Semi-finished casting products

(Redirected from Bloom (casting))

Semi-finished casting products are intermediate castings produced in a steel mill that need further processing before being finished goods. There are four types: ingots, blooms, billets, and slabs.[1]


An aluminium ingot

Ingots are large rough castings designed for storage and transportation. The shape usually resembles a rectangle or square with generous fillets. They are tapered, usually with the big-end-down.[2]



In the era of commercial wrought iron, blooms were slag-riddled iron castings poured in a bloomery before being worked into wrought iron. In the era of commercial steel, blooms are intermediate-stage pieces of steel produced by a first pass of rolling (in a blooming mill) that works the ingots down to a smaller cross-sectional area, but still greater than 36 in2 (230 cm2).[1] Blooms are usually further processed via rotary piercing, structural shape rolling and profile rolling. Common final products include structural shapes, rails, rods, and seamless pipes.[3]


Steel billets

A billet is a length of metal that has a round or square cross-section, with an area less than 36 in2 (230 cm2). Billets are created directly via continuous casting or extrusion or indirectly via hot rolling an ingot or bloom.[1][2][4] Billets are further processed via profile rolling and drawing. Final products include bar stock and wire.[3]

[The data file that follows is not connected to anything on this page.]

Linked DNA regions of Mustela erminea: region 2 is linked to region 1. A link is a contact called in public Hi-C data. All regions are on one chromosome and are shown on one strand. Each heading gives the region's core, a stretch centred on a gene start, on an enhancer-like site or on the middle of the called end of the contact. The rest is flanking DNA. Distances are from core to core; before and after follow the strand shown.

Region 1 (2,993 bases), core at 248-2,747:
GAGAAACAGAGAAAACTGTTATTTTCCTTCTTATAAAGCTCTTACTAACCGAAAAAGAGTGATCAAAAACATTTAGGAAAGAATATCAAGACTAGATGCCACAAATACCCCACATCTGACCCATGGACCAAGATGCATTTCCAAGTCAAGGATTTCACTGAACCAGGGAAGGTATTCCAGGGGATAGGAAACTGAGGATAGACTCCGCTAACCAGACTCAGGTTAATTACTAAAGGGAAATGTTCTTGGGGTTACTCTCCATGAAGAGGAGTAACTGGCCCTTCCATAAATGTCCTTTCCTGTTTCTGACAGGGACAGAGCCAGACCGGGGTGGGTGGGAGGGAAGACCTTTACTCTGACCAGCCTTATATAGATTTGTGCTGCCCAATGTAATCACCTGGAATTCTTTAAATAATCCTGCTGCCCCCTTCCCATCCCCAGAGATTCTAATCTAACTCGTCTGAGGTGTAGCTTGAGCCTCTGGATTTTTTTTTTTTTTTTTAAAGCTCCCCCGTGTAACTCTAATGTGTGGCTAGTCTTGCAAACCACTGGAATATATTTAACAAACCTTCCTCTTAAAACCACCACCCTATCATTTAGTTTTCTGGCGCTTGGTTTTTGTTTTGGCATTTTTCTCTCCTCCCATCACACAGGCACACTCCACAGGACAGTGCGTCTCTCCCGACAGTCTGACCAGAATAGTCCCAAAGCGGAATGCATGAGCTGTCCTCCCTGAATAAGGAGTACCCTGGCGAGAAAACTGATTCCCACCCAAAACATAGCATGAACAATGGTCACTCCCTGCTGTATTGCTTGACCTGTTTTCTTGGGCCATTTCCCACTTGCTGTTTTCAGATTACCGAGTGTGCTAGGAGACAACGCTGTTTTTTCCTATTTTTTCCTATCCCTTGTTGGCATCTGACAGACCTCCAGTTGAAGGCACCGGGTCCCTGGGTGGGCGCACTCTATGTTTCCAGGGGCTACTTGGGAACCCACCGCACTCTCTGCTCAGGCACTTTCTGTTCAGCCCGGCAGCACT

Centrifugal casting is also used to produce short circular tubes as billets, usually to achieve a precise metallurgical structure. They are commonly used as cylinder sleeves where the inner and outer diameters are ground and machined to length. Because their size is not modified significantly, they are not always classified as semi-finished casting products.



A slab is a length of metal that is rectangular in cross-section. The slab is created directly by continuous casting or indirectly by rolling an ingot on a slabbing mill.[1] Slabs are usually further processed via flat rolling, skelping, and pipe rolling. Common final products include sheet metal, plates, strip metal, pipes, and tubes.[3] Slab are mainly produced through blast furnace route. One of the reasons to preferably produce slab through BF route is to achieve high quality. [5]


  1. ^ a b c d Glossary, ArcelorMittal, archived from the original on 30 June 2007, retrieved 4 March 2010.
  2. ^ a b Definition of standard mill terms, archived from the original on 2 February 1999, retrieved 4 March 2010.
  3. ^ a b c Degarmo, E. Paul; Black, J T.; Kohser, Ronald A. (2003), Materials and Processes in Manufacturing (9th ed.), Wiley, p. 383, ISBN 0-471-65653-4.
  4. ^ Titanium Metal Glossary, archived from the original on 18 September 2008, retrieved 4 March 2010.
  5. ^ Global Steel Slab Market Outlook. Commodity Inside. 16-08-2018.